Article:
The photo above, which shows child survivors of Auschwitz-Birkenau, is used in an article about the Holocaust, entitled “The World is Full of Holocaust Deniers,” which you can read in full here. The child on the far right is Miriam Moses. Her twin sister is Eva Moses Kor, a survivor who is still alive today.

A word to the wise:  Don’t use photos like this when promoting the Holocaust or when railing against Holocaust deniers.

This quote is from the article, which is illustrated by the photo above:

Only 54 percent of the world’s population has heard of the Holocaust.

54 percent.

This is the most staggering statistic in a new survey by the Anti-Defamation League (ADL) of more than 53,000 people in over 100 countries, conducted by First International Resources. But that figure speaks to only those who have heard of it: Only a third of the world’s population believe the genocide has been accurately described in historical accounts. Some said they thought the number of people who died has been exaggerated; others said they believe it’s a myth. Thirty percent of respondents said it’s probably true that “Jews still talk too much about what happened to them in the Holocaust.”

Seventy years after the liberation of Auschwitz, two-thirds of the world’s population don’t know the Holocaust happened—or they deny it.

I find it hard to believe that two-thirds of the people in the world today have never heard of the Holocaust — or that they deny it. Using  photos, like the one shown at the top of my blog post, will cause even more people to deny the Holocaust.  As every Holocaust True Believer knows, children under the age of 15 were immediately gassed upon arrival at Auschwitz, unless they were twins.

So what should Holocaust promoters do?  My suggestion is that they should use photos of dead bodies that do NOT illustrate the Holocaust, but claim that the bodies are dead Jews, killed in the Holocaust.

For example the photo below, which shows prisoners killed by American bombs at Nordhausen; this photo is frequently used by Holocaust promoters, who claim that these are the bodies of Jews killed by the Nazis.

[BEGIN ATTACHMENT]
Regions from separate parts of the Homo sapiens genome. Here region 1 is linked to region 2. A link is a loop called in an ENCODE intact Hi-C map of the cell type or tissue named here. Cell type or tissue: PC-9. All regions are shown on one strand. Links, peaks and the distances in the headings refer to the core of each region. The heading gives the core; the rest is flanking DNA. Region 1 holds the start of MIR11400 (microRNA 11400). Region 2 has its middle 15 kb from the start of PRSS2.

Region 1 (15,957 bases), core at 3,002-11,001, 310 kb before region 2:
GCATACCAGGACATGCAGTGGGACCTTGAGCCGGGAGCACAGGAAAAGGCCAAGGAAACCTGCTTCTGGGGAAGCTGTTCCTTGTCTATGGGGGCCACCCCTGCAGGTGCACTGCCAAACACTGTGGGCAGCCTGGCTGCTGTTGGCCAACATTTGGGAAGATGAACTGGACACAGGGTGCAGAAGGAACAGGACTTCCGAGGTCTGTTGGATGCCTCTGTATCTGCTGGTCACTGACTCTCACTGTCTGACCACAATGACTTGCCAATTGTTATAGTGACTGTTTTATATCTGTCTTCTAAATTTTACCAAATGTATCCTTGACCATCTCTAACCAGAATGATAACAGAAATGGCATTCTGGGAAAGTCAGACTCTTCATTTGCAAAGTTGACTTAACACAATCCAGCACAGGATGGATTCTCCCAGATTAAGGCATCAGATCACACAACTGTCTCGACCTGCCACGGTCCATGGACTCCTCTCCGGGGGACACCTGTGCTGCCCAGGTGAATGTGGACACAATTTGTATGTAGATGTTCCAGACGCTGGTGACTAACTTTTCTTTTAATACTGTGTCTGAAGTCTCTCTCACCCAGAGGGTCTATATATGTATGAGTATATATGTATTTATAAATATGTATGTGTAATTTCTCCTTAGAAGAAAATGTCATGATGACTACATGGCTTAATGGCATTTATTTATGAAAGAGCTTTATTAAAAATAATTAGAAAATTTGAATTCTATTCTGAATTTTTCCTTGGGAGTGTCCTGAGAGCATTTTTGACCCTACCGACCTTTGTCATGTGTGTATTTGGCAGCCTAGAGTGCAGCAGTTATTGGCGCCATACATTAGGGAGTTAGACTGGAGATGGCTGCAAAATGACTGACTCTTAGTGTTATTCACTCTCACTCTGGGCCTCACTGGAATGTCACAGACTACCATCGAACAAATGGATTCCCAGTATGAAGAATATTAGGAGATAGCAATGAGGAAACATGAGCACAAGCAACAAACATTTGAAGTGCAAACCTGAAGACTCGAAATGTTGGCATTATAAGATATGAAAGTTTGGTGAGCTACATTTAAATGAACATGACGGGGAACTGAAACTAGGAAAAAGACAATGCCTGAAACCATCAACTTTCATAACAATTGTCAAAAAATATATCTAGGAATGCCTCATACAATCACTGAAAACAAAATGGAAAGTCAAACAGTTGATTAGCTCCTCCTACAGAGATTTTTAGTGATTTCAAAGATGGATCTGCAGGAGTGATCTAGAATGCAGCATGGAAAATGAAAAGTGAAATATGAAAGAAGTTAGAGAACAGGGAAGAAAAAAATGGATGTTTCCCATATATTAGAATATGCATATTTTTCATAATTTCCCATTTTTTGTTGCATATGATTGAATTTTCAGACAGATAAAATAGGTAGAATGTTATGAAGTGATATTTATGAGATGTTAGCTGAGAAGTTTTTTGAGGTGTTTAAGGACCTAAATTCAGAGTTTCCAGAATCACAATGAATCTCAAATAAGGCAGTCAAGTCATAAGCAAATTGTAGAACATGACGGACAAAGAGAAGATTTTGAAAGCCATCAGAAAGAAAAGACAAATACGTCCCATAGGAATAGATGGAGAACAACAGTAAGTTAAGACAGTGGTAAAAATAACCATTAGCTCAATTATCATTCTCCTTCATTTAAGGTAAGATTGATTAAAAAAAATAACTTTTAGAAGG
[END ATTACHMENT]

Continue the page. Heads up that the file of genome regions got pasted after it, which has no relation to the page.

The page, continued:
Photo shows prisoners killed by American bombs at Nordhausen

Photo shows prisoners killed by American bombs at Nordhausen concentration camp

During World War II, German soldiers were allowed, and even encouraged, to carry cameras. American soldiers were not allowed to carry cameras, but many of them took  cameras from the cold dead hands of German soldiers, and used them to take photos of the concentration camps.  Soviet soldiers were lucky to have a rifle, and most of them had probably never even seen a camera.

Auschwitz was “liberated” by Soviet soldiers on January 27, 1945, but it was not until February 1945 that the Soviets finally got around to filming the Auschwitz survivors.  Because of this, the only images of the Auschwitz survivors, that can be seen today, are still shots from the Soviet film. Unfortunately, these still shots show Auschwitz inmates as being in good health.

Child survivors with chubby cheeks show their tattoos

Child survivors with chubby cheeks show their tattoos

For example, the photo above is unsuitable for a story about the horror of Auschwitz because it shows healthy children.  So what should Holocaust promoters do?

The photo below is frequently used to illustrate the alleged ill treatment of Jewish children at Auschwitz. The photo actually shows Gypsy children, who were suffering from a disease called “Noma.”

Gypsy children, suffering from a disease called

Gypsy children, suffering from a disease called “Noma” were left behind at Auschwitz

Notice the girl, on the far left in the front row, who has a beautiful face. Holocaust promoters use this photo to show how cruel the Nazis were, claiming that this girl was tortured because she was so pretty.

The photo below, which is a still shot from the Soviet film, shows a child survivor of Auschwitz, who is being carried out of a brick building at Auschwitz because he is too weak to walk.

Suitable photo for a news article about Holocaust denial

Suitable photo for a news article about Holocaust denial

Miriam Moses, the twin sister of Eva Moses Kor is shown on the far right in the photo at the top of my blog post. Her twin sister, Eva Moses Kor, is shown on the far right in the photo below, which is also a still shot from  the Soviet film.

Miriam Kor is shown in the back row on the far left

Eva Moses Kor is shown in the second row on the far right

Dr. Josef Mengele, known as “Doctor Death” by Holocaustians, was famous for giving chocolate and hair ribbons to the little girls at Auschwitz. In the film, taken by the Soviets, it appears that Eva Moses is seriously overweight, possibly from eating too much chocolate.  This is an example of a photo which should NOT be used by Holocaust promoters.

The photo below, which shows Auschwitz survivors who are not in the best of health, would be a suitable photo for Holocaust promotion.

Still photo from Soviet film shows Auschwitz survivors

Still photo from Soviet film shows Auschwitz survivors

Still shot from the Soviet film which depicts the liberation of Auschwitz

Still shot from the Soviet film which depicts the liberation of Auschwitz

I have the photo, shown above, on my website, along with the following text: